Should buyers who pay just $5 expect work as good as what's seen in a seller's logo portfolio?


Should buyers who pay just $5 expect work as good as what’s seen in a seller’s logo portfolio?

I think so.

Not wanting to waste my money buying optional services up front with a logo, I gave the same $5 gig to four designers and planned to purchase optional services when I chose a logo for my site.

Is this strategy flawed?

Sheriff’s Note: Your other threads have been closed. Posting multiple threads on the same topic to get more exposure is not allowed.


First question: It’s difficult to know–since what’s in a seller’s portfolio can be a mix of $5 orders and more expensive orders. In my humble opinion, I didn’t think that the seller you mentioned in your other posts offered something that was any different from what showed up in his portfolio for other buyers. Sellers can only spend so long a $5 gig, and while I’d say that most of us try to present the best work for every single order, those that pay $25 are buying more of our time than those that pay $5.

Second question: I actually thing that’s a fine strategy, especially for a site where logos are so extremely cheap, and you’re just starting out looking for someone to design for you.


I just want to add something to what @emasonwrites told you: please consider that seller’s portfolio can contain a lot of gigs deliveries, many of which can be really higher than $5. For example if you take a look at my portfolio, there’s some gig I got $100 for.

So, answering your question Should buyers who pay just $5 expect work as good as what’s seen in a seller’s logo portfolio?: it depends on your requests; there are jobs that can be done within $5 and others that need a lot of efforts and so extras.

Just my 2 cents advice: when I discover something I like in one seller’s portfolio, before placing an order I contact the seller, tell him what I need (maybe pointing out that I saw something particular on portfolio) and ask for a quotation…

If the quotation is too high for you, you can search for another seller…


I won’t parrot what the posters said above, because I pretty much agree. However, I will say some sellers do offer a premium gig for just $5. It really just depends on the seller and what they’re willing to charge for how much work.


Not to be disrespectful, but buyers can only go on what they see in a portfolio and other buyers’ comments.

So if a seller advertises a “$5 Gig,” and a portfolio is posted that doesn’t distinguish between $5 gigs and $100 gigs, isn’t that false advertising?

Isn’t this site based on the idea that one can get something great for $5? This is not my experience.

In New York, one can go to discount “dollar stores” and “5-dollar” stores to get way more than their money’s worth. Unlike on FiveRR, the transaction is simple and transparent: See the product in the “shelf portfolio.” Buy the very same product. Get the same product.

FiveRR seems more like a bait-and-switch model.

That said, I’ll wait for the other two logos commissioned to solidify my judgement.


Reply to @emasonwrites:

Maybe each item in the portfolio and comments sections should have a price tag on it?


Reply to @edwriter:

Maybe one of the problems is that FiveRR’s “About” is hidden in the FAQ section, not clearly on the home page.:

What is Fiverr®?

Fiverr® is the worlds largest marketplace for services starting at $5. A service offered on Fiverr is called a Gig®. Gigs on Fiverr are offered for a fixed, base price of $5 (also referred to as one Fiverr). Whenever you see 'I will _for $5", it means the seller is offering a Gig for the fixed price of $5.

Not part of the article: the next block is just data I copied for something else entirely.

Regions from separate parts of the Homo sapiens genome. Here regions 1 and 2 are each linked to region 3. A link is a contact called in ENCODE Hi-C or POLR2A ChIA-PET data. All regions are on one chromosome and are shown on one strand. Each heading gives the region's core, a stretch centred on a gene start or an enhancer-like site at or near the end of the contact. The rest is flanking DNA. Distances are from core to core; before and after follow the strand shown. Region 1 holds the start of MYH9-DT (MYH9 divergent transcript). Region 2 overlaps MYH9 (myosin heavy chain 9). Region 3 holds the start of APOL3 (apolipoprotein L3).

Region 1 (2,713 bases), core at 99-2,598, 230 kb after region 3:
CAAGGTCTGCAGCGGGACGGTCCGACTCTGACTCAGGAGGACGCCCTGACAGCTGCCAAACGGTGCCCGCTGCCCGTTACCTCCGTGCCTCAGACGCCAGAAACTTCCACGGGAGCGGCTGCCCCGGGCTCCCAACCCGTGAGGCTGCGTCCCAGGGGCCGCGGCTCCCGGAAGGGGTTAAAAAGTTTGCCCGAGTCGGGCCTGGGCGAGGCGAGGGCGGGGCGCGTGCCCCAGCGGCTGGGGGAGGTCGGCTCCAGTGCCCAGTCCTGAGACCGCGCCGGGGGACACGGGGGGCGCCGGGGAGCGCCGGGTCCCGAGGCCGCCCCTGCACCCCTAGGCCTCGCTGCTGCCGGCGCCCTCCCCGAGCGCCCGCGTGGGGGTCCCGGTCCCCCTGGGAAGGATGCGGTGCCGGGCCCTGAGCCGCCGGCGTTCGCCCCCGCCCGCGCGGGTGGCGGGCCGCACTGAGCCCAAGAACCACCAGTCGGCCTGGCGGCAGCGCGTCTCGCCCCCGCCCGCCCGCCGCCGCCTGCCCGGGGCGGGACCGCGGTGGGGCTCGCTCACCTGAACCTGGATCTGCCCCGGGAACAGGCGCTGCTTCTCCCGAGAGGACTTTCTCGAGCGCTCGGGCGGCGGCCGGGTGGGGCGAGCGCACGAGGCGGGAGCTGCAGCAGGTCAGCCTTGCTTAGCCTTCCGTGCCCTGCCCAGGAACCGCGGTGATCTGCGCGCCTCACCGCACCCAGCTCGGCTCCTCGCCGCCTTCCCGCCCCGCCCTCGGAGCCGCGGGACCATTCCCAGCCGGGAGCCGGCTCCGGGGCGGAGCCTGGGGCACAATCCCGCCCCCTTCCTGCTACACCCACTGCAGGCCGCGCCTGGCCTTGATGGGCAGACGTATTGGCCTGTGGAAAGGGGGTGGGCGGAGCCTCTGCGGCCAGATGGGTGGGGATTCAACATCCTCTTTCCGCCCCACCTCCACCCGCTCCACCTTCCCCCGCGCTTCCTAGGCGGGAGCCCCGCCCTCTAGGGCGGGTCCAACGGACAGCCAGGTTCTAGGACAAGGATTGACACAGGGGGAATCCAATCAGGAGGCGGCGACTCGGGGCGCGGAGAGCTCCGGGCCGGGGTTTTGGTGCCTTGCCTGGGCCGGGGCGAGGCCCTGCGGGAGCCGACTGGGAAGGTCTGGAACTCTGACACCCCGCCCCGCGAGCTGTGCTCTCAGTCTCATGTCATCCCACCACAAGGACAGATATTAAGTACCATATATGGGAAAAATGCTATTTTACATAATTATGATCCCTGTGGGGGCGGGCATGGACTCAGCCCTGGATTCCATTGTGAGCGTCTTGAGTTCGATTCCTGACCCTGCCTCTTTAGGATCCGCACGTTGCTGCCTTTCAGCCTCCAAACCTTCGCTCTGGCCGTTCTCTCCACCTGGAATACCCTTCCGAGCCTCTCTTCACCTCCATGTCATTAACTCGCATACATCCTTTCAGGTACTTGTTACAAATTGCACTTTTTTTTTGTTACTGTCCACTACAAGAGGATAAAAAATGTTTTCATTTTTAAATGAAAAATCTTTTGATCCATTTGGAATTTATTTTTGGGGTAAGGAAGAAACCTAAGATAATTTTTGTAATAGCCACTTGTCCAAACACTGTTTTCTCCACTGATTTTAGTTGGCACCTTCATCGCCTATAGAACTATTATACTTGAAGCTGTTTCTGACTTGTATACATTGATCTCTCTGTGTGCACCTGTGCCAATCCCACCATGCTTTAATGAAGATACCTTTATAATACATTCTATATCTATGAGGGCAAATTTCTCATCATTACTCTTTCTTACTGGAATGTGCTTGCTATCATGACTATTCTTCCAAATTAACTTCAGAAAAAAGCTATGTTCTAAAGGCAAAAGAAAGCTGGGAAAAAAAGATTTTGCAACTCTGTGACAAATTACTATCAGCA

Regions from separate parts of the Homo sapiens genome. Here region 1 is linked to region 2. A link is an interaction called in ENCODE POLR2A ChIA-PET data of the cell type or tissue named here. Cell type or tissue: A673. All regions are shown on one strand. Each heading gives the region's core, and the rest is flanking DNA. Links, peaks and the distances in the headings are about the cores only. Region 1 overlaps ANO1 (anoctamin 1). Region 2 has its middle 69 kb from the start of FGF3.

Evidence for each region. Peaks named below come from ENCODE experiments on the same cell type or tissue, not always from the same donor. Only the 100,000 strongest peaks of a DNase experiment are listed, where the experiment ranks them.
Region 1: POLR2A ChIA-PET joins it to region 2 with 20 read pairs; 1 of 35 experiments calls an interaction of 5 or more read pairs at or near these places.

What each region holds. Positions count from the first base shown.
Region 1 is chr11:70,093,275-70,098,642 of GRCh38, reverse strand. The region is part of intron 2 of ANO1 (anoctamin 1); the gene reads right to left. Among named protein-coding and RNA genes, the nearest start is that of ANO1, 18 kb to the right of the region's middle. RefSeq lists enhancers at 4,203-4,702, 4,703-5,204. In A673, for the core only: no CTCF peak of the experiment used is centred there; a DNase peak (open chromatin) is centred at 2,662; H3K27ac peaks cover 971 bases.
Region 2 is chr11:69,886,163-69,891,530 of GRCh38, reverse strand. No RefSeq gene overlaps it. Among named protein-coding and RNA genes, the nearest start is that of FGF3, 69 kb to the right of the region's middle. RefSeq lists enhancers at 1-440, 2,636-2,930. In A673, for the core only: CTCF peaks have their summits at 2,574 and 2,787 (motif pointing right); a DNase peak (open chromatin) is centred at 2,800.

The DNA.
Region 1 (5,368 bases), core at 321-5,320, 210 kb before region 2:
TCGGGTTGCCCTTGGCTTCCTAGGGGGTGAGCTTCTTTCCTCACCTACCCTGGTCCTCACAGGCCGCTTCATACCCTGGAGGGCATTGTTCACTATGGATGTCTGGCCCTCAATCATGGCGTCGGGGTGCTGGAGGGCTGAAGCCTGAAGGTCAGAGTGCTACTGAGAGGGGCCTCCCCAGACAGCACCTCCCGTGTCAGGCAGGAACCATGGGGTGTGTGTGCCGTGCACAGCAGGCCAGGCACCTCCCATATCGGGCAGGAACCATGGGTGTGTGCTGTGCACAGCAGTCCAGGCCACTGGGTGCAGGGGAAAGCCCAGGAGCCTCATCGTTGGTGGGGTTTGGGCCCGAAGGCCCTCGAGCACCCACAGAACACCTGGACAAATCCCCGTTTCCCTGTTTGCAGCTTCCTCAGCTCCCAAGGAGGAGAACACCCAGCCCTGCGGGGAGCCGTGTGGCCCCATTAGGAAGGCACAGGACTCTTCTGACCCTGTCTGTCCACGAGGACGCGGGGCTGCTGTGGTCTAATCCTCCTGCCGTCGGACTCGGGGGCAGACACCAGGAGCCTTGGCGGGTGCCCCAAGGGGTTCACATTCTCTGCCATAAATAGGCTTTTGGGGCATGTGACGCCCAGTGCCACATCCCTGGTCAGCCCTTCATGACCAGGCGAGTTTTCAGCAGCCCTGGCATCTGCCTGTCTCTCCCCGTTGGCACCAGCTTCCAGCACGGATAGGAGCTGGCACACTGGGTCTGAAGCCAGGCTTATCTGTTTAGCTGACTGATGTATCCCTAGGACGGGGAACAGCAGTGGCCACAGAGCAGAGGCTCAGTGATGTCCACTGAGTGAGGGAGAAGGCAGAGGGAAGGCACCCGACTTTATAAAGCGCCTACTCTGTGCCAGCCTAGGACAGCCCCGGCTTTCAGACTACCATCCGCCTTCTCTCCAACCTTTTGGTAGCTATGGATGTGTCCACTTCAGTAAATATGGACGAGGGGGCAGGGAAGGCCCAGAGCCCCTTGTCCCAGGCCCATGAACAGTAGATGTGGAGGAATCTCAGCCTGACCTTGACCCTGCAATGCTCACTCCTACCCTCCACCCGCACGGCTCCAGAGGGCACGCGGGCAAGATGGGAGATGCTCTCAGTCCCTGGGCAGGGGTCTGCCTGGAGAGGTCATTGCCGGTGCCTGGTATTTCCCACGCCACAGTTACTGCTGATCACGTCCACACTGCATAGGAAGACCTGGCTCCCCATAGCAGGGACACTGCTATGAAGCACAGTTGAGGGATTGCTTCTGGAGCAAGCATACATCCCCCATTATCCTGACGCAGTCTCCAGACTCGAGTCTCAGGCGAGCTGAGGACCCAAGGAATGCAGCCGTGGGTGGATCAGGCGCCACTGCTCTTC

The key phrase is “starting at $5.” This should be more clear throughout–by FiveRR and by sellers.

When someone looking for a deal sees a $5 price tag, they want to pay $5 for the product or service.

Once a seller receives a Gig and the buyer’s description or specs, if it’s gonna be more than the advertised price, they should give an estimate before starting on the work.

None of the “service options” say, "for $20 more, we’ll put someone on the gig that can do work commensurate with what’s in the portfolio. In not doing so, I think FiveRR is greatly flawed and in many cases, the services it curates are fraudulent.


Reply to @mark74:

Referring to my other comments:

Once a seller receives a Gig and the buyer’s description or specs, if it’s gonna be more than the advertised price, they should give an estimate before starting on the work, not deliver work that is of much lower quality as that in their portfolio.


Reply to @powermedia64:

Here’s one thing all buyers need to know. Sellers are at the mercy of Fiverr. This means decisions regarding the user interface (UI) are completely out of our hands. Things like why gig titles don’t have the preamble “starting at” on them, we honestly don’t control. My guess is it sells better to simply say “I will (fill in the blank) for $5…” Sellers also don’t control how the portfolios on the gigs operate. That means the costly projects are jumbled with the less costly ones. Extras specify the cost of additional features. I don’t know the whole story of your situation, so I don’t want to make any blind assumptions.

Rule of thumb for any buyer, however, contact the seller before ordering. It will likely spare you both all of the headaches. And rule of thumb for sellers too, always be honest with your clients about the cost of a potential project.


Reply to @edwriter:

I agree with the interface problems, but FiveRR’s not a new site in beta. If sellers were genuinely interested in being transparent, they would have insisted by now to have FiveRR make such info clear upfront and figure a way for the portfolios to reflect the cost of each item in it.

Otherwise, by taking a blind eye to these issues, the site and sellers, at best, mislead buyers and, at worst, are frauds–at least on the $5 issue.

Let me clearly state that I believe FiveRR is a very good value for some buyers and talented sellers put out good work. This has yet to be my experience.

powermedia64 said: Isn't this site based on the idea that one can get something great for $5

No, you can get wonderful things starting from $5...